The internet – an inspiring and positive place
The internet is an amazing resource which enables children and young people to connect,
communicate and be creative in a number of different ways, on a range of devices. However, the internet is always changing, and being able to keep up to date with your children’s use of technology can be a challenge. You may sometimes feel that your child has better technical skills than you do, however children and young people still need advice and protection when it comes to managing their lives online. Issues that your child may encounter on the internet will vary depending on their age and online activities. We have grouped potential online risks into these 4 categories.
Children need to be aware of the impact that their online activity can have on both themselves and other people, and the digital footprint that they create on the internet. It’s easy to feel anonymous online and it’s important that children are aware of who is able to view, and potentially share, the information that they may have posted. When using the internet, it’s important to keep personal information safe and not share it with strangers. Encourage your child to be respectful and responsible when communicating with others online, and to consider how what they share may reflect on them. Discuss with your child the importance of reporting inappropriate conversations, messages, images and behaviours and how this can be done.
Some online content is not suitable for children and may be hurtful or harmful. This is true for
content accessed and viewed via social networks, online games, blogs and websites. It’s important for children to consider the reliability of online material and be aware that it might not be true or written with a bias. Children may need your help as they begin to assess content in this way. There can be legal consequences for using or downloading copyrighted content, without seeking the author’s permission.
It is important for children to realise that new friends made online may not be who they say they are and that once a friend is added to an online account, you may be sharing your personal information with them. Regularly reviewing friends lists and removing unwanted contacts is a useful step. Privacy settings online may also allow you to customise the information that each friend is able to access. If you have concerns that your child is, or has been, the subject of inappropriate sexual contact or approach by another person, it’s vital that you report it to the police via the Child Exploitation and Online Protection Centre (www.ceop.police.uk). If your child is bullied online, this can also be reported online and offline. Reinforce with your child the importance of telling a trusted adult straight away if someone is bullying them or making them feel uncomfortable, or if one of their friends is being bullied online.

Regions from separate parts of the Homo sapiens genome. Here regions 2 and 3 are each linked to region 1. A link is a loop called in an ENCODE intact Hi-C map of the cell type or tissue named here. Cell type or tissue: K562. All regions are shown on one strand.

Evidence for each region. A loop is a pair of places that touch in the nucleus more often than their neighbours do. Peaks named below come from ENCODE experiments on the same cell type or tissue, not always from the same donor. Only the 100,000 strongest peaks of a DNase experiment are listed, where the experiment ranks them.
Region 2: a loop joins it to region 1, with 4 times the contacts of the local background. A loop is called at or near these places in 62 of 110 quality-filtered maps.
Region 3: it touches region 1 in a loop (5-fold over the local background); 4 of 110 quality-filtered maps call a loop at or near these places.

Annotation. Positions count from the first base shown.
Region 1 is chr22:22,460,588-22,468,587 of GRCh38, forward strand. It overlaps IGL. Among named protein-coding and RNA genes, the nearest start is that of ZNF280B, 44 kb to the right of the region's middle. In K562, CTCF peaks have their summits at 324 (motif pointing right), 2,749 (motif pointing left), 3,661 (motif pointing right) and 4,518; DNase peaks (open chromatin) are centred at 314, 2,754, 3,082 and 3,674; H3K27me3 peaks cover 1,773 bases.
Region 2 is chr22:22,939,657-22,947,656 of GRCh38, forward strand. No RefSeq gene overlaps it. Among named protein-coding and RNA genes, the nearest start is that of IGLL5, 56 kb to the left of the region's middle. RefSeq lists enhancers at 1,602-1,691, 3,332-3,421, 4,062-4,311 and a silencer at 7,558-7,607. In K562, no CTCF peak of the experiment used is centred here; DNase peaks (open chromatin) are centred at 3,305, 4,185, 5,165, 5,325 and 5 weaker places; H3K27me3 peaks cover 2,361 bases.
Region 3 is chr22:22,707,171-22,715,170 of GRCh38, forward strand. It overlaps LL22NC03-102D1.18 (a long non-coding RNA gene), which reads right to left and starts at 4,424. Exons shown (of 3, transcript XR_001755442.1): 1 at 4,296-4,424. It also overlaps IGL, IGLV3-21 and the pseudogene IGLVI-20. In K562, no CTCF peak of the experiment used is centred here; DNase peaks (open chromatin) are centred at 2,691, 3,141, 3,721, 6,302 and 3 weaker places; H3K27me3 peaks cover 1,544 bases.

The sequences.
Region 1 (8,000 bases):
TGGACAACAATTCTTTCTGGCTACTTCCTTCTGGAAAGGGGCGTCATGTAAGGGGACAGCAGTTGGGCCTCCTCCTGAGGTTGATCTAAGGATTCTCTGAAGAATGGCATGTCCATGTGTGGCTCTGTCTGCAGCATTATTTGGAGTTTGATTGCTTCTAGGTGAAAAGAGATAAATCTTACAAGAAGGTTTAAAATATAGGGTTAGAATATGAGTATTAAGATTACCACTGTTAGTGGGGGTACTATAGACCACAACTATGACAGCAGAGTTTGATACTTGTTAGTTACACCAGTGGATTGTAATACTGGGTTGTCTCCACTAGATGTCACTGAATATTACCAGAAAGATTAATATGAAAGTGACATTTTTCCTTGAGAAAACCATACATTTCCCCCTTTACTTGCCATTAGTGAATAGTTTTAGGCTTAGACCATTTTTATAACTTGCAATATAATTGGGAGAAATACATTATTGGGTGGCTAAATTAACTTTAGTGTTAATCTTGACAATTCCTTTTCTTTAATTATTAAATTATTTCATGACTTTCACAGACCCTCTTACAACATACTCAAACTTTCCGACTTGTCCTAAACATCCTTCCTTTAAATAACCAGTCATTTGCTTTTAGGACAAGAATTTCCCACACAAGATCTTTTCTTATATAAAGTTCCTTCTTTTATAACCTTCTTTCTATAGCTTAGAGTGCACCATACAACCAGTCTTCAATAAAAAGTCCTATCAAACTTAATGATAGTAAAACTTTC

Young people’s privacy and enjoyment online can sometimes be affected by advertising and
marketing schemes, which can also mean inadvertently spending money online, for example within apps. Encourage your child to keep their personal information private, learn how to block both pop ups and spam emails, turn off in-app purchasing on devices where possible, and use a family email address when filling in online forms. Make your child aware of scams that may seek to gain access to their accounts, and advise them to be wary in following links or opening attachments in emails that appear to be from organisations such as banks and service providers.
Use the links below to report harmful or upsetting content.
Report harmful online content to the UK Safer Internet Centre
If you need any support around online safety here are some websites which you might find useful:
|Child Exploitation and Online Protection command.||Get advice on reporting online abuse|
|Anti-Bullying Alliance||Get advice and support for children who are being bullied.|
|Childnet||Provides information about staying safe online in a range of languages including Arabic, Urdu, Polish and many others.|
|Bradford LA Online Safeguarding for Parents||Provides information about online behaviours, contact and measures to keep children safe.|
|DFE – Keeping Children Safe Online||Government guidance on online safety|
|Thinkuknow||Provides advice from the National Crime Agency (NCA) on staying safe online.|
|Childnet||Offers a toolkit to support parents and carers of children of any age to start discussions about their online life, to set boundaries around online behaviour and technology use, and to find out where to get more help and support.|
|Net-aware||Support for parents and carers from the NSPCC, including a guide to social networks, apps and games|
|Let’s Talk About It||Advice for parents and carers to keep children safe from online radicalisation|
|UK Safer Internet Centre||Tips, advice, guides and other resources to help keep children safe online, including parental controls offered by home internet providers and safety tools on social networks and other online services.|
At Crossley Hall Primary School we work with National Online Safety, a website with a whole school community approach to e-safety with comprehensive training and resources for teachers, parents and children.
See below for some of their handy parent’s guides on apps and games that we know some of our children are interested in or use at home!
If there is a new app or game that your child is interested in and you want to find out more before they use it, please let us know and we can provide you with the Parent’s Guide for it.